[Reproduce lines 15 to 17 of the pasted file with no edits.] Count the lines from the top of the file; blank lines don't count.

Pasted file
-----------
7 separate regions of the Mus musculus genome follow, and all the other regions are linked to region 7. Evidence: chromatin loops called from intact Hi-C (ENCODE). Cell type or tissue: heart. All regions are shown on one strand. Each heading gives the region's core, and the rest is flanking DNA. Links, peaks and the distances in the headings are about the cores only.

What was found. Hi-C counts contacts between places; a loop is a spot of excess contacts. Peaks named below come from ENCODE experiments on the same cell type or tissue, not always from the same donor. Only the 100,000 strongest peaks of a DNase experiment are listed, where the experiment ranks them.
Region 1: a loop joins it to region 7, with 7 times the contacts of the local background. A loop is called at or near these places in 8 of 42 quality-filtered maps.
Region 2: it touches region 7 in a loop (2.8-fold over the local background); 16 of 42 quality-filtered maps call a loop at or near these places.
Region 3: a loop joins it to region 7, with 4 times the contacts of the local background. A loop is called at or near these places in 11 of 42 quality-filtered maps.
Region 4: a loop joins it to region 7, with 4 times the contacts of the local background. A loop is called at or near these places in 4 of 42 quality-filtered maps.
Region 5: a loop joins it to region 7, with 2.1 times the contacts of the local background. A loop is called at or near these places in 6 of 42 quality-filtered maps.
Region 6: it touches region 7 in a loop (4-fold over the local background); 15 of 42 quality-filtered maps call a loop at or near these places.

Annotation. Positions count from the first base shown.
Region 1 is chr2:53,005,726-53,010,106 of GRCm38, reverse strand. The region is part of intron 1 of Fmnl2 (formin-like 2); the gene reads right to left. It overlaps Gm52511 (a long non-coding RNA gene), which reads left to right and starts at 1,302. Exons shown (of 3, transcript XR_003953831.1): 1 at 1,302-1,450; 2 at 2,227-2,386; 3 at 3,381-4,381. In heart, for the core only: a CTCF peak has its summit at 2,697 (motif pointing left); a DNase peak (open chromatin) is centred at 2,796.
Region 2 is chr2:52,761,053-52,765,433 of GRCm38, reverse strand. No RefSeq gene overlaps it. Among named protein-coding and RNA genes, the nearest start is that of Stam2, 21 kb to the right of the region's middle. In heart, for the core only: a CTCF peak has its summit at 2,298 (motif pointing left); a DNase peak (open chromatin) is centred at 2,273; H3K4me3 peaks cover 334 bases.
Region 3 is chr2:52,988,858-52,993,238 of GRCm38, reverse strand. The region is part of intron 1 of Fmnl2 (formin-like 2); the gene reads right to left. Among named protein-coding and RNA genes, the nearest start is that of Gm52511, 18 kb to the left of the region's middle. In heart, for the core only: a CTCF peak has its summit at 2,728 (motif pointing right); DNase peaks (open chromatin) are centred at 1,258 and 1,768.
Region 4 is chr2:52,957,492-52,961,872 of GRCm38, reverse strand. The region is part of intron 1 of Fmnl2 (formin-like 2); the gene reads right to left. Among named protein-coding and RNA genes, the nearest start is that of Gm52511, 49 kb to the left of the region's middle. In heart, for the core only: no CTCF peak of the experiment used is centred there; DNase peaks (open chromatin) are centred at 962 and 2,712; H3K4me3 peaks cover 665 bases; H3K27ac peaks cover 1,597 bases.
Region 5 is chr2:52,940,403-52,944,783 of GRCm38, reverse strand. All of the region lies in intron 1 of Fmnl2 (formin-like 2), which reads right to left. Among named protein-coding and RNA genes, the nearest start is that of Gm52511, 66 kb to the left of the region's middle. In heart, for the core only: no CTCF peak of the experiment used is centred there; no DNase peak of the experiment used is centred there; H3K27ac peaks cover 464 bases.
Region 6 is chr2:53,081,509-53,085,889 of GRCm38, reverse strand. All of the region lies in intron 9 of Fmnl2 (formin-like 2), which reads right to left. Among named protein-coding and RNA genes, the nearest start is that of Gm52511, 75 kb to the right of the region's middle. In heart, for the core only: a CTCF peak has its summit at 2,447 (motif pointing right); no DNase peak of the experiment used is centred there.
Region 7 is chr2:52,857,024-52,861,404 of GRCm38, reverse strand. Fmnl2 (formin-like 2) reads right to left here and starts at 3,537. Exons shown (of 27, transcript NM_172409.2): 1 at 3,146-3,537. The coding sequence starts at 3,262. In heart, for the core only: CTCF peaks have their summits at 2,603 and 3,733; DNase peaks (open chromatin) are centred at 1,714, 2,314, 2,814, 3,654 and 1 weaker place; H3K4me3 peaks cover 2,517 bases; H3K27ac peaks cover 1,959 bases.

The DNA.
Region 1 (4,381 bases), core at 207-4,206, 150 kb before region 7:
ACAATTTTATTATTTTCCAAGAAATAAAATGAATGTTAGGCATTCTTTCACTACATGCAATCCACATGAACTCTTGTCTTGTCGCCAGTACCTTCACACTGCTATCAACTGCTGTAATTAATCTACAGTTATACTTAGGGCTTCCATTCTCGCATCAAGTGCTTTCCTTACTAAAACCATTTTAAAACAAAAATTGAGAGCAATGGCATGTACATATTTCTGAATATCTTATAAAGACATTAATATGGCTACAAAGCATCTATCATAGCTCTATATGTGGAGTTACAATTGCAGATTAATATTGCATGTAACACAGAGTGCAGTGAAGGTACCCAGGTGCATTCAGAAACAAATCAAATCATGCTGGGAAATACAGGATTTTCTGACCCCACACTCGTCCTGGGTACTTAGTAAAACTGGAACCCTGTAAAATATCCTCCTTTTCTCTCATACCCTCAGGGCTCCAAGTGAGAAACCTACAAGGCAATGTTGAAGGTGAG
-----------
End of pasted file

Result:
Region 6 is chr2:53,081,509-53,085,889 of GRCm38, reverse strand. All of the region lies in intron 9 of Fmnl2 (formin-like 2), which reads right to left. Among named protein-coding and RNA genes, the nearest start is that of Gm52511, 75 kb to the right of the region's middle. In heart, for the core only: a CTCF peak has its summit at 2,447 (motif pointing right); no DNase peak of the experiment used is centred there.
Region 7 is chr2:52,857,024-52,861,404 of GRCm38, reverse strand. Fmnl2 (formin-like 2) reads right to left here and starts at 3,537. Exons shown (of 27, transcript NM_172409.2): 1 at 3,146-3,537. The coding sequence starts at 3,262. In heart, for the core only: CTCF peaks have their summits at 2,603 and 3,733; DNase peaks (open chromatin) are centred at 1,714, 2,314, 2,814, 3,654 and 1 weaker place; H3K4me3 peaks cover 2,517 bases; H3K27ac peaks cover 1,959 bases.

The DNA.